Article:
Rocking the Body Politics: Musical Spaces for Resistance & Survival
Larisa K. Mann, New York University and Brooklyn College
Subordinated people have always relied on “exilic spaces” (spaces of exile) for survival and renewal. These physical and discursive spaces are carved out by practical and creative acts. In exilic spaces like underground/illegal dance events, the uncivilized can make the most of their independence from the constraints of “civil” life: the unruly and vulgar embrace grime and glamour, playing with categories of gender, sexuality, race and class. What can we learn from the gay ballroom, the Jamaican street dance, the shebeen, the rent party, or the squat party that could inform spaces like such as Occupy Wall Street and Occupy Oakland? Exploring this question reveals how these current political actions connect (or not) to longstanding communities resisting global colonial capitalism. Starting from the Jamaican street dance and my own experience in underground dance music DJing, I’ll discuss how exilic spaces allow us to play with race, class, gender, citizenship and sexuality, and connect across difference in ways that many leftist movements in the global North have failed to do.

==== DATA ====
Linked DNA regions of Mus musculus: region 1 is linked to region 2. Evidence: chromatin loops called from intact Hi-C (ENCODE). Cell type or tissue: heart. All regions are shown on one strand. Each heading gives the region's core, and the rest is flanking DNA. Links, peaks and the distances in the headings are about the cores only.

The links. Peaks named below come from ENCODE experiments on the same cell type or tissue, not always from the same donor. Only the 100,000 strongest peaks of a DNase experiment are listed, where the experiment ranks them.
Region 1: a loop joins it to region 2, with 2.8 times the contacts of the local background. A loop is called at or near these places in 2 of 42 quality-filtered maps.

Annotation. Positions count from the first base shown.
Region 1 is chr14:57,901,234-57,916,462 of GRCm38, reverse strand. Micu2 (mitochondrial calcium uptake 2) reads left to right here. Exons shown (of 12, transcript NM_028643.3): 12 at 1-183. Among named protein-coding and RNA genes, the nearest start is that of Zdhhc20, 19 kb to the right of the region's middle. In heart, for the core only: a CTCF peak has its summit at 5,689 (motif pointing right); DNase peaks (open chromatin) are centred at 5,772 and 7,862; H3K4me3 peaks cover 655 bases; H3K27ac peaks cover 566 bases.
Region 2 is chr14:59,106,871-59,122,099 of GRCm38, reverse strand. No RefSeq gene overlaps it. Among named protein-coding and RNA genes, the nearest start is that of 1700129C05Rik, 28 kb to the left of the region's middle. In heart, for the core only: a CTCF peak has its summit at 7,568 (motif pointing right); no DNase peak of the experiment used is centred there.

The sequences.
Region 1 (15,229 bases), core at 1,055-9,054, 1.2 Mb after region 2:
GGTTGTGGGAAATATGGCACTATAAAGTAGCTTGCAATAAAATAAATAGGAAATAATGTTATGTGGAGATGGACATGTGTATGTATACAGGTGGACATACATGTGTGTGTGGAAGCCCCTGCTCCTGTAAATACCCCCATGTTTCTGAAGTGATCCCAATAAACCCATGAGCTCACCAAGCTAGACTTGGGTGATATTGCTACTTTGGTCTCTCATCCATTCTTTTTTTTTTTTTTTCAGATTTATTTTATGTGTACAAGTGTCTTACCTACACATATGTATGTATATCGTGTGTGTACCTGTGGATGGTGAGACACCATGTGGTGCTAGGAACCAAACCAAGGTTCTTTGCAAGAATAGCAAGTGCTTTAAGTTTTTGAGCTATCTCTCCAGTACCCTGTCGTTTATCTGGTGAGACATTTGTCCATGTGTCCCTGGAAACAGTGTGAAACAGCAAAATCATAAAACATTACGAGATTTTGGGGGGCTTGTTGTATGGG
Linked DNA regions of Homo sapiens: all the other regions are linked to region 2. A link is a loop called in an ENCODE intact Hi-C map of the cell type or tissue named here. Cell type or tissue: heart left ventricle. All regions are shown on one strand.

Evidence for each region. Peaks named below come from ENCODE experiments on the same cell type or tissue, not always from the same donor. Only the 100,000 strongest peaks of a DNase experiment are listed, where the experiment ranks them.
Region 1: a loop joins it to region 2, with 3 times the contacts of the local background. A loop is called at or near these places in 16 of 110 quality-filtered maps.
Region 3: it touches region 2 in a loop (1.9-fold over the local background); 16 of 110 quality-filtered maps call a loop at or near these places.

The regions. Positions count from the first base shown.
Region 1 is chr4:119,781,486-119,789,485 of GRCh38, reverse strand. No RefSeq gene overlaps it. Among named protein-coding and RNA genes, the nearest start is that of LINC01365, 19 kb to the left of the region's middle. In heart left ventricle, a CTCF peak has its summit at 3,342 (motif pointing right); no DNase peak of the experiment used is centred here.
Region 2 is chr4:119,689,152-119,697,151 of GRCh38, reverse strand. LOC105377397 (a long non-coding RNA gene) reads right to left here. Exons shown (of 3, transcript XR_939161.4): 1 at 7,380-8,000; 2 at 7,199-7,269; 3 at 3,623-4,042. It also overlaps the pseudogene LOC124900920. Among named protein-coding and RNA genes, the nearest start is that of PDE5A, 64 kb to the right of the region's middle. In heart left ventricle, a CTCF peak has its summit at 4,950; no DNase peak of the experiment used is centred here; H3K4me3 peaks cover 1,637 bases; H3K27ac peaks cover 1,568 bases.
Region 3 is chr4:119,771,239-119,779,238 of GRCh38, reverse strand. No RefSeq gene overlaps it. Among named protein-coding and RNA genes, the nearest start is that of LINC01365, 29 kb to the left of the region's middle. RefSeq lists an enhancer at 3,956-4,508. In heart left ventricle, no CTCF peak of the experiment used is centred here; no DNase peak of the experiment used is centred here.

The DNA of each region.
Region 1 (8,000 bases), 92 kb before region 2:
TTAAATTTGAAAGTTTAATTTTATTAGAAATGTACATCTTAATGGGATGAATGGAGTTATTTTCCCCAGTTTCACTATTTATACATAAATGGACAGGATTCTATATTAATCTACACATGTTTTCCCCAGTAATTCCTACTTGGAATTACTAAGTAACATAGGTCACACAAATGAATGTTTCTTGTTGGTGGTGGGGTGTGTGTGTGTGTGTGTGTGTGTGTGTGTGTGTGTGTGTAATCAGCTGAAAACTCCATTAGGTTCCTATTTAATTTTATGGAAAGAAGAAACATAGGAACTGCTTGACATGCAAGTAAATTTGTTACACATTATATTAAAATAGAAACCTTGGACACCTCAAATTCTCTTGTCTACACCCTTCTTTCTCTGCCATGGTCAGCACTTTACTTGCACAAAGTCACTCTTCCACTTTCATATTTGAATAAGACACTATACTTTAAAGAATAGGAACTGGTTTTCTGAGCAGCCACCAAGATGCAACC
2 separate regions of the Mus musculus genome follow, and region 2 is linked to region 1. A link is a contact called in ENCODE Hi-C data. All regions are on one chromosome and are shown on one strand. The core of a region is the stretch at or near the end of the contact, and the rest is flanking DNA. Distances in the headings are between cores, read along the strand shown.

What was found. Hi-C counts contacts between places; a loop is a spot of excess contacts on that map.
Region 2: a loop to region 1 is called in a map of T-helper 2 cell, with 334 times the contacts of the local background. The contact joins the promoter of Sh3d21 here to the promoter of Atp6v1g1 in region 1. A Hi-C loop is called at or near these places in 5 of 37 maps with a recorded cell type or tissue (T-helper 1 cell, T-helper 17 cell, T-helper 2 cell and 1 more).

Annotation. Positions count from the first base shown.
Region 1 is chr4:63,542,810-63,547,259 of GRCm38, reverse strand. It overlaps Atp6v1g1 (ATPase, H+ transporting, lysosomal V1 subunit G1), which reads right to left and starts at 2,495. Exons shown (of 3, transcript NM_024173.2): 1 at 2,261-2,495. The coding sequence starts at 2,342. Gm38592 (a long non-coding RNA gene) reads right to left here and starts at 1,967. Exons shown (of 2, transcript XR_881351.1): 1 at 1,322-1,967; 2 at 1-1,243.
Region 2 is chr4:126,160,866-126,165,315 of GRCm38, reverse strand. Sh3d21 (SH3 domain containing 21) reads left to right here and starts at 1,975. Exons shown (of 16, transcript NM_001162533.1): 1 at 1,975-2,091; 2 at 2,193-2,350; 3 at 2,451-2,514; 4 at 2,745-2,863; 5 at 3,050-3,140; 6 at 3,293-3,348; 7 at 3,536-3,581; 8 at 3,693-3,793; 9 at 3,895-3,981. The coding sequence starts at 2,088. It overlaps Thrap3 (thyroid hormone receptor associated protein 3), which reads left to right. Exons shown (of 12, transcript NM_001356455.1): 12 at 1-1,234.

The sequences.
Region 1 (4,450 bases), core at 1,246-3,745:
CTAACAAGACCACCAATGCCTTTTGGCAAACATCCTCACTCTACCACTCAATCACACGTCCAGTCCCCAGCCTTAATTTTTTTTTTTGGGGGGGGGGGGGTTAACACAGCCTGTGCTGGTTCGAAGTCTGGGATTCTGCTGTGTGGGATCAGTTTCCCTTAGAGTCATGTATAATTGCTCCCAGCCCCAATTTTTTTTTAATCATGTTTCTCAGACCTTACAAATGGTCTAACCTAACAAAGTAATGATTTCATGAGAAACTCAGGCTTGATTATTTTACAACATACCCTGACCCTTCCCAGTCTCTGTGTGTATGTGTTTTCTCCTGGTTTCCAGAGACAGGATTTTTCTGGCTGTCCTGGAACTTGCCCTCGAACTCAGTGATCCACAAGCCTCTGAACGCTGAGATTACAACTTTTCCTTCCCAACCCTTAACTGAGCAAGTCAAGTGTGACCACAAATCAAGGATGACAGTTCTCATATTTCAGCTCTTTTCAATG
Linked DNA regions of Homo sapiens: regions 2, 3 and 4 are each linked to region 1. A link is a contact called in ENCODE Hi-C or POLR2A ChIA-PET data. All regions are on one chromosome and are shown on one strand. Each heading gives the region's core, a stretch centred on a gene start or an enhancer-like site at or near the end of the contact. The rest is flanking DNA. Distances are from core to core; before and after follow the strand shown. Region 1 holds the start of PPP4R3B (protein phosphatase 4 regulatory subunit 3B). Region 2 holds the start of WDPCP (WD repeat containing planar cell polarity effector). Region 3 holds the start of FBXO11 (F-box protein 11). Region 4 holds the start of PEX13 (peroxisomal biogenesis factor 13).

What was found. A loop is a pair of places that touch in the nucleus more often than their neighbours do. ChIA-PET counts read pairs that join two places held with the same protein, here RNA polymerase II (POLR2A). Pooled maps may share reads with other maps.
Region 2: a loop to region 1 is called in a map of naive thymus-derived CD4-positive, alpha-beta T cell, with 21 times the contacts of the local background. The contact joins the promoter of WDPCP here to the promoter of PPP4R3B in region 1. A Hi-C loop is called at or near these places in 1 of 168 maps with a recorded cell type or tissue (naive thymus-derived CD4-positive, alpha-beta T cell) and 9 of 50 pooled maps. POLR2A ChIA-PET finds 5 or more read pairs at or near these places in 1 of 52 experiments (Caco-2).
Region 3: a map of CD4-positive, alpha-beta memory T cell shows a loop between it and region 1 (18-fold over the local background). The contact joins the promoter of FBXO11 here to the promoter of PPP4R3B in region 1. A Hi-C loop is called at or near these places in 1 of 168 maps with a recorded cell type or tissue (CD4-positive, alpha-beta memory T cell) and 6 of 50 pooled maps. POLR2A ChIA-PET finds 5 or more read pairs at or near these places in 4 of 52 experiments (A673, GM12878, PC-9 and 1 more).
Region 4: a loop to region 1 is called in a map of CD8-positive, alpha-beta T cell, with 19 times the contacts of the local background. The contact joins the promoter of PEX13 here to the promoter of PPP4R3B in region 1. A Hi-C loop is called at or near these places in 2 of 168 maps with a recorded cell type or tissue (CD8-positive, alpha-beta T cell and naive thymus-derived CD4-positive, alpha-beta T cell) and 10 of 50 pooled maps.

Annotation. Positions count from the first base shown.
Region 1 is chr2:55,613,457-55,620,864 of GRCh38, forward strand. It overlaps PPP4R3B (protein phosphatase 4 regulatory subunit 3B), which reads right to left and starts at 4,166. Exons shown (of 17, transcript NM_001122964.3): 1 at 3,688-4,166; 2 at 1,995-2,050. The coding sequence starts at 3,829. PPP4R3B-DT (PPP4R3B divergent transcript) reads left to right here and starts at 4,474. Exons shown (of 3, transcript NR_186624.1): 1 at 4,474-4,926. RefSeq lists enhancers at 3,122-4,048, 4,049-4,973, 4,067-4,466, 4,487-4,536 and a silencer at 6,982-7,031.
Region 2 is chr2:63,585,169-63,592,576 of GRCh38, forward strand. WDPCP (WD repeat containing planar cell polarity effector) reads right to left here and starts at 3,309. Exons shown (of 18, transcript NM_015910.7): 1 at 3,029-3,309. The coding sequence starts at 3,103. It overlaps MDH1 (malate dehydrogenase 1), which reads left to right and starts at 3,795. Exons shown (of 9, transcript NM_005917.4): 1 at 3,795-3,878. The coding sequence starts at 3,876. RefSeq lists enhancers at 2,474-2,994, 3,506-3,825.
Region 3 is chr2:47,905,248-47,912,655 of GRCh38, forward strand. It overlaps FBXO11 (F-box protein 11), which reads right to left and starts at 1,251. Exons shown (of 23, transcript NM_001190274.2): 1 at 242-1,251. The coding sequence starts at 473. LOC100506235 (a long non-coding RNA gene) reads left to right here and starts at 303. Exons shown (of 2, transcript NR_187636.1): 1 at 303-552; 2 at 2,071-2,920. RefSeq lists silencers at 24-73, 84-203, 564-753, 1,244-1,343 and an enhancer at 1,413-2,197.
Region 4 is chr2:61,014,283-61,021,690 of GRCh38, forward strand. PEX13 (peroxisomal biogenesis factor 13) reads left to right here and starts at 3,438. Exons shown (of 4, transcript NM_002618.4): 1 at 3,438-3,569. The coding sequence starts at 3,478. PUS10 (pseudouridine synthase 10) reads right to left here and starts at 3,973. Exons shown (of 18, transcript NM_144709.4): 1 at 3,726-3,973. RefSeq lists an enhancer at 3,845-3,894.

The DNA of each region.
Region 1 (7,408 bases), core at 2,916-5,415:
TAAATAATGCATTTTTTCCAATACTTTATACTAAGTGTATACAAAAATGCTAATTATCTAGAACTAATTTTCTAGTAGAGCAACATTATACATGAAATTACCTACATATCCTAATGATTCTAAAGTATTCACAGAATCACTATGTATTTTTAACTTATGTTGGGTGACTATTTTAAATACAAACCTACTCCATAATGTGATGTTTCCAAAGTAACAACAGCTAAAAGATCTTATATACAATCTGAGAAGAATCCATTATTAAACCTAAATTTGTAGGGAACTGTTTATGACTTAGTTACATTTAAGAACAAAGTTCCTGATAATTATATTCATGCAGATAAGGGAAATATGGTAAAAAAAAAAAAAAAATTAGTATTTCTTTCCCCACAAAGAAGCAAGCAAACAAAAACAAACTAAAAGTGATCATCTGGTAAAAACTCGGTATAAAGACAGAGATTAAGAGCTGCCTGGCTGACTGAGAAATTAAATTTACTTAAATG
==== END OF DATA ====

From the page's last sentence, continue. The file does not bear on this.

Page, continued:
Larisa K. Mann is a legal ethnographer, educator, journalist, public speaker and award-winning DJ. With a PhD from UC Berkeley Law School’s Jurisprudence and Social Policy Program, she is currently teaching in NYU’s Department of Media, Culture and Communication and Brooklyn College’s Department of Sociology. She also performs in and organizes musical and cultural events in collaboration with local artists and activists in New York City and beyond. Her work explores the intersection of culture, copyright law, technology and power, through an ethnographic case study of Jamaican music-making. Mann also has written on technology and rights for the youth news website WireTap, and addressed policy, technology, activist and academic audiences across the US and internationally.